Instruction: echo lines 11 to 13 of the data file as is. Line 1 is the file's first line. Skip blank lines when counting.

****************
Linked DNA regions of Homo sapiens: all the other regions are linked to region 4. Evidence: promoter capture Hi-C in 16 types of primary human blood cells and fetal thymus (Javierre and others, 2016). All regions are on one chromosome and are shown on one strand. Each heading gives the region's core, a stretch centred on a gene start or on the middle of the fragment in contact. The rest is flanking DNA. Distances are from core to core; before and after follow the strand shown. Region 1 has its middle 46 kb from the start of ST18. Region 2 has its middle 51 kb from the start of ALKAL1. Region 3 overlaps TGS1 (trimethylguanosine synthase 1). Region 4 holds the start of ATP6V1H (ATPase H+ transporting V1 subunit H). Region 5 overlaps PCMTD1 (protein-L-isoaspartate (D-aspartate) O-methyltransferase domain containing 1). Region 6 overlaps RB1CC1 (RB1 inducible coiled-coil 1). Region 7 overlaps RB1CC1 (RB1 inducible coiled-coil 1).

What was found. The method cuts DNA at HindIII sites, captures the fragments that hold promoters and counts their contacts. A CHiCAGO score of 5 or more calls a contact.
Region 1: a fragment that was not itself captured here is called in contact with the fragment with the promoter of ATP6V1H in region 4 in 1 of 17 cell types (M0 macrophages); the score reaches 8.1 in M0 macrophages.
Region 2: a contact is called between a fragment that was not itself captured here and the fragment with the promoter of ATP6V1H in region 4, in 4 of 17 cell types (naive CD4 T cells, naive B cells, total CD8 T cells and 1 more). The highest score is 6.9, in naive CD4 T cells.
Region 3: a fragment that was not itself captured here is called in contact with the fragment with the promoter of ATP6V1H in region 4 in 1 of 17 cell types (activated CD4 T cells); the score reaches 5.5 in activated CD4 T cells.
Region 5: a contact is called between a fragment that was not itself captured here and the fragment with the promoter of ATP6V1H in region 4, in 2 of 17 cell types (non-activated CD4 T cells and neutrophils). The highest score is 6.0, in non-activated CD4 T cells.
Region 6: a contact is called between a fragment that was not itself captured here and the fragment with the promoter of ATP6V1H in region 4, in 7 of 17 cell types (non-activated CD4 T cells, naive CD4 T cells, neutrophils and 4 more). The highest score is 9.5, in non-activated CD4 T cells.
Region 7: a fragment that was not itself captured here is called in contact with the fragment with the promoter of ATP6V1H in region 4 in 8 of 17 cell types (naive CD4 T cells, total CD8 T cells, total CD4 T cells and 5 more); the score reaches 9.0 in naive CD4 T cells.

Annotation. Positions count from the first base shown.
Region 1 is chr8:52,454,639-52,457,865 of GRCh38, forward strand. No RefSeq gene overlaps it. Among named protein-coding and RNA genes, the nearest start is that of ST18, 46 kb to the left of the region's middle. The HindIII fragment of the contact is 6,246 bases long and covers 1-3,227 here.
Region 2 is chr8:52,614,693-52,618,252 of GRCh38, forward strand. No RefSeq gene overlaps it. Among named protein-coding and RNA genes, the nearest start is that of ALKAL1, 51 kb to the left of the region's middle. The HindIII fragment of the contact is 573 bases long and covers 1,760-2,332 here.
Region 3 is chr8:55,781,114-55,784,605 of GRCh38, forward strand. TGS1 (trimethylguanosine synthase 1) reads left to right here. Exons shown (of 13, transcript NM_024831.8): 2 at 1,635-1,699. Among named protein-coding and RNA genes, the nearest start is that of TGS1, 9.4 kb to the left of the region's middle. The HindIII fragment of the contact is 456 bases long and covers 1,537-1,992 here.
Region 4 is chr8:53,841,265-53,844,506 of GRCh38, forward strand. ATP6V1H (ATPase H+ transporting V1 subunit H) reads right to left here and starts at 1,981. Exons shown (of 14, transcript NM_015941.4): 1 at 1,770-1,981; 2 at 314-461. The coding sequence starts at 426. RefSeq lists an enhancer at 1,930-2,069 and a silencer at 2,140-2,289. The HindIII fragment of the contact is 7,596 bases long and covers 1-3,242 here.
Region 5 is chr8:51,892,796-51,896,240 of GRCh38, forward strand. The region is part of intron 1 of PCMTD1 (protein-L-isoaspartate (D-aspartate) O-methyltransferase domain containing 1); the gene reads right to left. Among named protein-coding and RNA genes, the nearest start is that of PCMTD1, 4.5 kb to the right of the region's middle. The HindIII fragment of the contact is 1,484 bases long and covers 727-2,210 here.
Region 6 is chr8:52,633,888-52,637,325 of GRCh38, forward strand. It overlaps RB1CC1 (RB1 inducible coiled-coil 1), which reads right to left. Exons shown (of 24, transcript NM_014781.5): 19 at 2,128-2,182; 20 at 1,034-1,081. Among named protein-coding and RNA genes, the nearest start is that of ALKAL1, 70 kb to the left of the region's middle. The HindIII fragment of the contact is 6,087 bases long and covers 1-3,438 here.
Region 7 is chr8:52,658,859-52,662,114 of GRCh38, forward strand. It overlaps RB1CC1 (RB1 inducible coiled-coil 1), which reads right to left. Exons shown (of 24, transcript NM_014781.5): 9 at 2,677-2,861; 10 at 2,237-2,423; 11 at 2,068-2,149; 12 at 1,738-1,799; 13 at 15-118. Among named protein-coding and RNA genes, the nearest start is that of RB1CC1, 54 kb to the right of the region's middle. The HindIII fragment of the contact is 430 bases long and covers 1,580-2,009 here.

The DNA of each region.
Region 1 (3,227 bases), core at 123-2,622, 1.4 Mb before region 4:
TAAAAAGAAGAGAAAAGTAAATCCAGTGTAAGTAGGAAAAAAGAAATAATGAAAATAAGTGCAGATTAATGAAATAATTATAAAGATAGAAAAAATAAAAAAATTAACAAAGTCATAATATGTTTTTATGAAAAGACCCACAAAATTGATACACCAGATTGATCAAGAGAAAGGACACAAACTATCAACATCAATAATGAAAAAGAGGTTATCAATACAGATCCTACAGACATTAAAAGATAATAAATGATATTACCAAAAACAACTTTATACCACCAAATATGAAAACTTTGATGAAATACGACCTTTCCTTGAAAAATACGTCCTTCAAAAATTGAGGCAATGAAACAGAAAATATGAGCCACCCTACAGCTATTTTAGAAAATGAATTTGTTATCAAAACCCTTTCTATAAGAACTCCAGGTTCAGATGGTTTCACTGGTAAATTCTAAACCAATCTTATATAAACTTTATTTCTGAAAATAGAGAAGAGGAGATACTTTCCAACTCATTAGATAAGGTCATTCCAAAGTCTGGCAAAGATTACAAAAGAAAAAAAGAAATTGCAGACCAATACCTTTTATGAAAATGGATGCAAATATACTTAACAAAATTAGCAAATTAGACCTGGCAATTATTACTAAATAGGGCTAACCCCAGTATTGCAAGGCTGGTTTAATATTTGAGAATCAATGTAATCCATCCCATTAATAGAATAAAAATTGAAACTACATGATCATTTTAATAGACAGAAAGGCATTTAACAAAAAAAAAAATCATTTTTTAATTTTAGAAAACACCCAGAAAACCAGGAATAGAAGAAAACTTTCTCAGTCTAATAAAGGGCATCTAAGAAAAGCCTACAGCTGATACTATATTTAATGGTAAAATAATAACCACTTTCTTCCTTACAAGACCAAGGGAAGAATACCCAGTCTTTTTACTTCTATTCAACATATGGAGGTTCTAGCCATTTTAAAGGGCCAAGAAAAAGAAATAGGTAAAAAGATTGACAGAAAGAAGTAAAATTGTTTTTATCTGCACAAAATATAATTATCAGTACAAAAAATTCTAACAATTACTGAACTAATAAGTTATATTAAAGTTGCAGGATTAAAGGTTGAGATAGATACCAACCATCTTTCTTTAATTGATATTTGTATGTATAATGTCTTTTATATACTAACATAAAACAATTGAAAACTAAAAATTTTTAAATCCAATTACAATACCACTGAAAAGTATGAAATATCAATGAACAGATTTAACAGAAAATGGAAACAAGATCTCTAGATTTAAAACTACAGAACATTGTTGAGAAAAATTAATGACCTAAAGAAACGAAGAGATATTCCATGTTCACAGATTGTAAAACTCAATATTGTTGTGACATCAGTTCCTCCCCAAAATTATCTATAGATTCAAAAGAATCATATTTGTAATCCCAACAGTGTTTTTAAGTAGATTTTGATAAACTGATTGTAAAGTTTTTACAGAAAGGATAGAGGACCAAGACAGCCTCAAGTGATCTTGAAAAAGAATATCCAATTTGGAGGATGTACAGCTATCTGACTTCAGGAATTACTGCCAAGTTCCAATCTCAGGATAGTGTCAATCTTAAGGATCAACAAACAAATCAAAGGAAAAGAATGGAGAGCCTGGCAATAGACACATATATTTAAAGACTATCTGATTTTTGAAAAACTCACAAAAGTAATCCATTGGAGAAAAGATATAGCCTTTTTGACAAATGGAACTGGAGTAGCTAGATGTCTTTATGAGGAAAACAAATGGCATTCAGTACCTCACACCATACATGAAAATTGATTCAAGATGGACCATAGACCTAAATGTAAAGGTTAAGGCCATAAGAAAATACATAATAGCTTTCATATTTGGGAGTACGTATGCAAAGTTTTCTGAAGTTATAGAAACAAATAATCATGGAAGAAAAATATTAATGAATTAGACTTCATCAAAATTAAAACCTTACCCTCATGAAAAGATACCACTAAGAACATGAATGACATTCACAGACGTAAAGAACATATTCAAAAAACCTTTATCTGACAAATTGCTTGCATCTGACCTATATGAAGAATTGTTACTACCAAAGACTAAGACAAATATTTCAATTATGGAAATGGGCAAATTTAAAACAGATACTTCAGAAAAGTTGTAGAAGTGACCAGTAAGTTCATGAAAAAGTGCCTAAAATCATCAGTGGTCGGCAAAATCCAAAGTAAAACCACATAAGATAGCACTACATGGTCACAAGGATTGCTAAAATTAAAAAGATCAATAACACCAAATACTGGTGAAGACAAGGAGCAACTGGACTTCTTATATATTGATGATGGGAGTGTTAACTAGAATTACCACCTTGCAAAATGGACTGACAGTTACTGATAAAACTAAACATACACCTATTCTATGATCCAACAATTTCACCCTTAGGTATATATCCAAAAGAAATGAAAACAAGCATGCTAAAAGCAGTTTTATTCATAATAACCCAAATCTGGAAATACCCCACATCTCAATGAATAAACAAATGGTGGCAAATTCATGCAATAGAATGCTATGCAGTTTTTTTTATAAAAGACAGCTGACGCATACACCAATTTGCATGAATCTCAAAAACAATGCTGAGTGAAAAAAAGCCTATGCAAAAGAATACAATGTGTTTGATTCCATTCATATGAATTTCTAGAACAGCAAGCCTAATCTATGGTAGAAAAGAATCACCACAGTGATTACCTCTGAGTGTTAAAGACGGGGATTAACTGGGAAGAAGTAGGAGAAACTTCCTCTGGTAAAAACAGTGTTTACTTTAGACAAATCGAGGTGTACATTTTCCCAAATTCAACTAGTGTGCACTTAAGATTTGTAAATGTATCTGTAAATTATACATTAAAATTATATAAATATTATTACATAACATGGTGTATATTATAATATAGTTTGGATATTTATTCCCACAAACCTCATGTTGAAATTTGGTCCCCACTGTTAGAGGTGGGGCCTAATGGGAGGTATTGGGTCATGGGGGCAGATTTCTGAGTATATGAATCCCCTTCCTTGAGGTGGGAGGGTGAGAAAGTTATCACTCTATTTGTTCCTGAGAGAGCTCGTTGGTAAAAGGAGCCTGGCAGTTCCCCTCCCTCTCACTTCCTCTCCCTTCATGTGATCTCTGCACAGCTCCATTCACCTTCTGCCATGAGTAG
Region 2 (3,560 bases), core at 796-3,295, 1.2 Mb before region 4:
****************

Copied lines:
Region 2 is chr8:52,614,693-52,618,252 of GRCh38, forward strand. No RefSeq gene overlaps it. Among named protein-coding and RNA genes, the nearest start is that of ALKAL1, 51 kb to the left of the region's middle. The HindIII fragment of the contact is 573 bases long and covers 1,760-2,332 here.
Region 3 is chr8:55,781,114-55,784,605 of GRCh38, forward strand. TGS1 (trimethylguanosine synthase 1) reads left to right here. Exons shown (of 13, transcript NM_024831.8): 2 at 1,635-1,699. Among named protein-coding and RNA genes, the nearest start is that of TGS1, 9.4 kb to the left of the region's middle. The HindIII fragment of the contact is 456 bases long and covers 1,537-1,992 here.
Region 4 is chr8:53,841,265-53,844,506 of GRCh38, forward strand. ATP6V1H (ATPase H+ transporting V1 subunit H) reads right to left here and starts at 1,981. Exons shown (of 14, transcript NM_015941.4): 1 at 1,770-1,981; 2 at 314-461. The coding sequence starts at 426. RefSeq lists an enhancer at 1,930-2,069 and a silencer at 2,140-2,289. The HindIII fragment of the contact is 7,596 bases long and covers 1-3,242 here.